Leadership

The Three Drivers of Employee Engagement - Mark De Stadler

Mark De Stadler from Dale Carnegie discusses the main drivers of employee engagement. He discusses Dale Carnegie's research in this area, and the outcome which identified 3 key areas for employee engagement:

  1. Relationship with immediate supervisor
  2. Belief in senior leadership
  3. Pride in the organisation

Mark discusses how the relationship with your immediate supervisor is the most influential on employee engagement, emphasising the importance of training and developing brilliant managers to encourage your employees. 

 

Anybody Out There? by Kelly Swingler

You’re about to embark on a change programme, you’ve spent weeks or months planning the changes behind the scenes and you’ve announced the changes to your people. You’ve got a communication plan with all of the announcements, the meetings and the emails scheduled and still your people don’t seem engaged with the changes or understand the reasons for them – what’s next?

Employee Wellness means more than just Good Health by Shea Heaver

Workplace Wellness programs are all the rage these days – and rightly so.

You don't need to be a doctor, analyst or accountant to realize that healthier employees are going to take less sick days and be more productive while at work....which obviously helps the bottom-line.

And it's also true that for many employees, a healthier body also leads to less stress, emotional well-being and a happier mindset.

Simply put, a fit and healthy workforce makes good business sense.

Middle Managers, extinct or heros in an Adaptive, Agile and AI world by Karen Walker

Much has been written about current middle management roles becoming increasingly irrelevant,ANZ's Digital Chief Maile Carnegie a few months ago famously referring to the 'frozen middle' who "have graduated from doing to managing and basically bossing other people around and shuffling Powerpoints", who also "resist change like death." Carnegie highlighting the importance of distributed leadership and del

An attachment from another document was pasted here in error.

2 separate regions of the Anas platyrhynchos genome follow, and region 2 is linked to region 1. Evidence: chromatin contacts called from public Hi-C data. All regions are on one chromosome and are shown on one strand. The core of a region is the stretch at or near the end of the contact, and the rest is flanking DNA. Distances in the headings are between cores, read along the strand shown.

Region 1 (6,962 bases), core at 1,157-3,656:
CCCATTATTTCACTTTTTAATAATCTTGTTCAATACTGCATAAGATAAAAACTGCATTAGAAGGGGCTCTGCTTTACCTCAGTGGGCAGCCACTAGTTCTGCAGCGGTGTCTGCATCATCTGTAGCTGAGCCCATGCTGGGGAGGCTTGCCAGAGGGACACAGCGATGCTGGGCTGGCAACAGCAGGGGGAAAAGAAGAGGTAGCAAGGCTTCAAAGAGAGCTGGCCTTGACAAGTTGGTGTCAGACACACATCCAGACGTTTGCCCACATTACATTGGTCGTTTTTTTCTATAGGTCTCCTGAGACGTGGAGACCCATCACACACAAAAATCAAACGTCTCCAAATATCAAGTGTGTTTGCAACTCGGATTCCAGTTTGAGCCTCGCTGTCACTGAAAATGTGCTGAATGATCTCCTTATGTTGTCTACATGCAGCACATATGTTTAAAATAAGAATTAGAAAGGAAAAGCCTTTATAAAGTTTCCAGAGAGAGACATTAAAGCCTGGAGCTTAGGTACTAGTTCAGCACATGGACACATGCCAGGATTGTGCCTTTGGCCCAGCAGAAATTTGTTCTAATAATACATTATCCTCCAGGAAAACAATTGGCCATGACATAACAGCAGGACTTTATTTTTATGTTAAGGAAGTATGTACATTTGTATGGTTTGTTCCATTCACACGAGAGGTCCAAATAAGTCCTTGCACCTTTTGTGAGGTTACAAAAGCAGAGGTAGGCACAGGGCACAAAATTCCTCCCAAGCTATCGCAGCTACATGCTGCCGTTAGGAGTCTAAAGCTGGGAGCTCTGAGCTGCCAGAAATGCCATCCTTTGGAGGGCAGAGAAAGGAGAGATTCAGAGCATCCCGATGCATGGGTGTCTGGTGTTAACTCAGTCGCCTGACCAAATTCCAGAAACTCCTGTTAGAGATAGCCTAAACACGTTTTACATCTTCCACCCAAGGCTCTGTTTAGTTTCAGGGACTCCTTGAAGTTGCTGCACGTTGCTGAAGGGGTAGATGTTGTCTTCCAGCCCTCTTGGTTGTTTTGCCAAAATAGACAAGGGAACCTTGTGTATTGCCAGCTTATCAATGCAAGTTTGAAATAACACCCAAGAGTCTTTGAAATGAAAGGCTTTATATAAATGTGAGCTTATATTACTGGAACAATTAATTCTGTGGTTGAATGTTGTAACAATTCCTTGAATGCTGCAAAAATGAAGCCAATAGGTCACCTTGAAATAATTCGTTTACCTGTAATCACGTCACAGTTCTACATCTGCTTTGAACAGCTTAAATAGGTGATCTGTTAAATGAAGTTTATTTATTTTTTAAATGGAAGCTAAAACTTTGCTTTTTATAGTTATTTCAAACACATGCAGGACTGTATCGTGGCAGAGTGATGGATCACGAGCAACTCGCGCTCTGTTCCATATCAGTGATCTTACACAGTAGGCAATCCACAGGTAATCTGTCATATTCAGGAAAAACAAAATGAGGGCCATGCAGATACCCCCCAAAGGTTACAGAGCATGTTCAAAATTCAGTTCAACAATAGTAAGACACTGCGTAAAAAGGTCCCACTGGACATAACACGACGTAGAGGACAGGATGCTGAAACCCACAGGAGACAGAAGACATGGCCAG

The Art of Leadership in Data Analytics (Part 1) by Tim Carmichael

Data and culture have a significant part to play in the successful transformation of businesses. Tim looks at how data can be used to affect change and drive value within a business, whilst being cognizant of the culture of the business.

Tim discusses the importance of a roadmap and planning during transformation, emphasising the role of communication. He considers the most important part of communication to obtain buy-in for a transformation.

Do you plan tactically or strategically? by Roderic Yapp

We are far better at planning for the short-term than we are for the long-term.

Think about when you get in the car. If you don’t know where you are going, you tap in the details to a sat-nav system to tell you the route. You might have an advanced system that updates itself to find quicker routes if there is traffic.

You probably know what you’re doing this weekend and maybe even the weekend after. You might even have planned your summer holiday.

The First Challenges of Digital Transformation Leadership by Niall McKeown

The first challenges are cutting through the noise and getting to the heart of the matter. The IT sector pretend transformation is all to do with technology (usually the box of tricks they’re selling). They frequently publish blogs and articles to convince you to “transform your business by moving to the cloud”. Most mainstream IT advice will create operational efficiencies at best, but not transform the organisation.

Putting The Development Back in Leadership Development by Jennifer Garvey Berger

I had a client once with a member on his senior team who was known for his destructive and upsetting behaviour. The team was in disarray, and each of the other members pointed to Charlie as the central cause.

Is the Generational Difference as Important as People Think with Roderic Yapp

We conducted a Q&A interview with Roderic Yapp, Director at Leadership Forces and TEDx Speaker, regarding leadership and the generational gap.

 

Could you introduce yourself and what you do?